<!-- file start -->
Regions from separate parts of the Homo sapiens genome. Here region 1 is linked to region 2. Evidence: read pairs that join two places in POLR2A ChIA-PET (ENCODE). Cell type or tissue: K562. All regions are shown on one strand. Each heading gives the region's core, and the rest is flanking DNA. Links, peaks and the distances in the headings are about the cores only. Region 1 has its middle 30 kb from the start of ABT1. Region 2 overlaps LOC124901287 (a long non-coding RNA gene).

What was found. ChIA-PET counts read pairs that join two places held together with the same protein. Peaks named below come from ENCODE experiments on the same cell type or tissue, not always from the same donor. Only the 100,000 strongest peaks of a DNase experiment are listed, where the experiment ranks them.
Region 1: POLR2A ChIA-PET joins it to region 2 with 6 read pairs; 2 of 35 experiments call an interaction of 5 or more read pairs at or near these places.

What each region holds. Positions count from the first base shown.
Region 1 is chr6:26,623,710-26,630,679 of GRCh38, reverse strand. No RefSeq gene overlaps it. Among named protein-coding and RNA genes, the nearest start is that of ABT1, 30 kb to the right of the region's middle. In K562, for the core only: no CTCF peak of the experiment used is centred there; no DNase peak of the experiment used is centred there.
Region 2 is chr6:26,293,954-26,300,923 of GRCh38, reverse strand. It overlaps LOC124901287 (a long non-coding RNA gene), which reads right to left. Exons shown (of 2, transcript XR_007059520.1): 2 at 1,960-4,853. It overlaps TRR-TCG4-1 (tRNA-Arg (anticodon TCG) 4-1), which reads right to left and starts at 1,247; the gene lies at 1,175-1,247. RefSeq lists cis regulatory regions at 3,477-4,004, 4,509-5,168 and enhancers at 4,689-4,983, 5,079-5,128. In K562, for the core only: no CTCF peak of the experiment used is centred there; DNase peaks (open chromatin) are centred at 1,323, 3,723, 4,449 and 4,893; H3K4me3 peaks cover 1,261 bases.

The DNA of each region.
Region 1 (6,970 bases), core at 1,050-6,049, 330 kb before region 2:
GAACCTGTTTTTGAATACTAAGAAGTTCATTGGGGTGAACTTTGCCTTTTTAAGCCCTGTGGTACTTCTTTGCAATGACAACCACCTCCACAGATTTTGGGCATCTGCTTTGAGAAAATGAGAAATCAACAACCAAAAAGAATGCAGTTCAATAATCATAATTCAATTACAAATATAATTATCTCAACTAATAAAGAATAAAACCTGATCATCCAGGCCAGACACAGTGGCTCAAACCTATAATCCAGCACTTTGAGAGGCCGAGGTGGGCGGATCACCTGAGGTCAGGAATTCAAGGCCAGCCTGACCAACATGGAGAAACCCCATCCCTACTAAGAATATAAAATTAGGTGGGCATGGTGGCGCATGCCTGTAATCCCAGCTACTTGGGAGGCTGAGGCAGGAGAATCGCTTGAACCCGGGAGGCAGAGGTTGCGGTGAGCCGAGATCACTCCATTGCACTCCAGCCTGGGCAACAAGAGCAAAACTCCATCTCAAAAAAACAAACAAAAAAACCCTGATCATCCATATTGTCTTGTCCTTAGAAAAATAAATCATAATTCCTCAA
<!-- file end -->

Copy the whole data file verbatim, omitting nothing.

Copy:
Regions from separate parts of the Homo sapiens genome. Here region 1 is linked to region 2. Evidence: read pairs that join two places in POLR2A ChIA-PET (ENCODE). Cell type or tissue: K562. All regions are shown on one strand. Each heading gives the region's core, and the rest is flanking DNA. Links, peaks and the distances in the headings are about the cores only. Region 1 has its middle 30 kb from the start of ABT1. Region 2 overlaps LOC124901287 (a long non-coding RNA gene).

What was found. ChIA-PET counts read pairs that join two places held together with the same protein. Peaks named below come from ENCODE experiments on the same cell type or tissue, not always from the same donor. Only the 100,000 strongest peaks of a DNase experiment are listed, where the experiment ranks them.
Region 1: POLR2A ChIA-PET joins it to region 2 with 6 read pairs; 2 of 35 experiments call an interaction of 5 or more read pairs at or near these places.

What each region holds. Positions count from the first base shown.
Region 1 is chr6:26,623,710-26,630,679 of GRCh38, reverse strand. No RefSeq gene overlaps it. Among named protein-coding and RNA genes, the nearest start is that of ABT1, 30 kb to the right of the region's middle. In K562, for the core only: no CTCF peak of the experiment used is centred there; no DNase peak of the experiment used is centred there.
Region 2 is chr6:26,293,954-26,300,923 of GRCh38, reverse strand. It overlaps LOC124901287 (a long non-coding RNA gene), which reads right to left. Exons shown (of 2, transcript XR_007059520.1): 2 at 1,960-4,853. It overlaps TRR-TCG4-1 (tRNA-Arg (anticodon TCG) 4-1), which reads right to left and starts at 1,247; the gene lies at 1,175-1,247. RefSeq lists cis regulatory regions at 3,477-4,004, 4,509-5,168 and enhancers at 4,689-4,983, 5,079-5,128. In K562, for the core only: no CTCF peak of the experiment used is centred there; DNase peaks (open chromatin) are centred at 1,323, 3,723, 4,449 and 4,893; H3K4me3 peaks cover 1,261 bases.

The DNA of each region.
Region 1 (6,970 bases), core at 1,050-6,049, 330 kb before region 2:
GAACCTGTTTTTGAATACTAAGAAGTTCATTGGGGTGAACTTTGCCTTTTTAAGCCCTGTGGTACTTCTTTGCAATGACAACCACCTCCACAGATTTTGGGCATCTGCTTTGAGAAAATGAGAAATCAACAACCAAAAAGAATGCAGTTCAATAATCATAATTCAATTACAAATATAATTATCTCAACTAATAAAGAATAAAACCTGATCATCCAGGCCAGACACAGTGGCTCAAACCTATAATCCAGCACTTTGAGAGGCCGAGGTGGGCGGATCACCTGAGGTCAGGAATTCAAGGCCAGCCTGACCAACATGGAGAAACCCCATCCCTACTAAGAATATAAAATTAGGTGGGCATGGTGGCGCATGCCTGTAATCCCAGCTACTTGGGAGGCTGAGGCAGGAGAATCGCTTGAACCCGGGAGGCAGAGGTTGCGGTGAGCCGAGATCACTCCATTGCACTCCAGCCTGGGCAACAAGAGCAAAACTCCATCTCAAAAAAACAAACAAAAAAACCCTGATCATCCATATTGTCTTGTCCTTAGAAAAATAAATCATAATTCCTCAA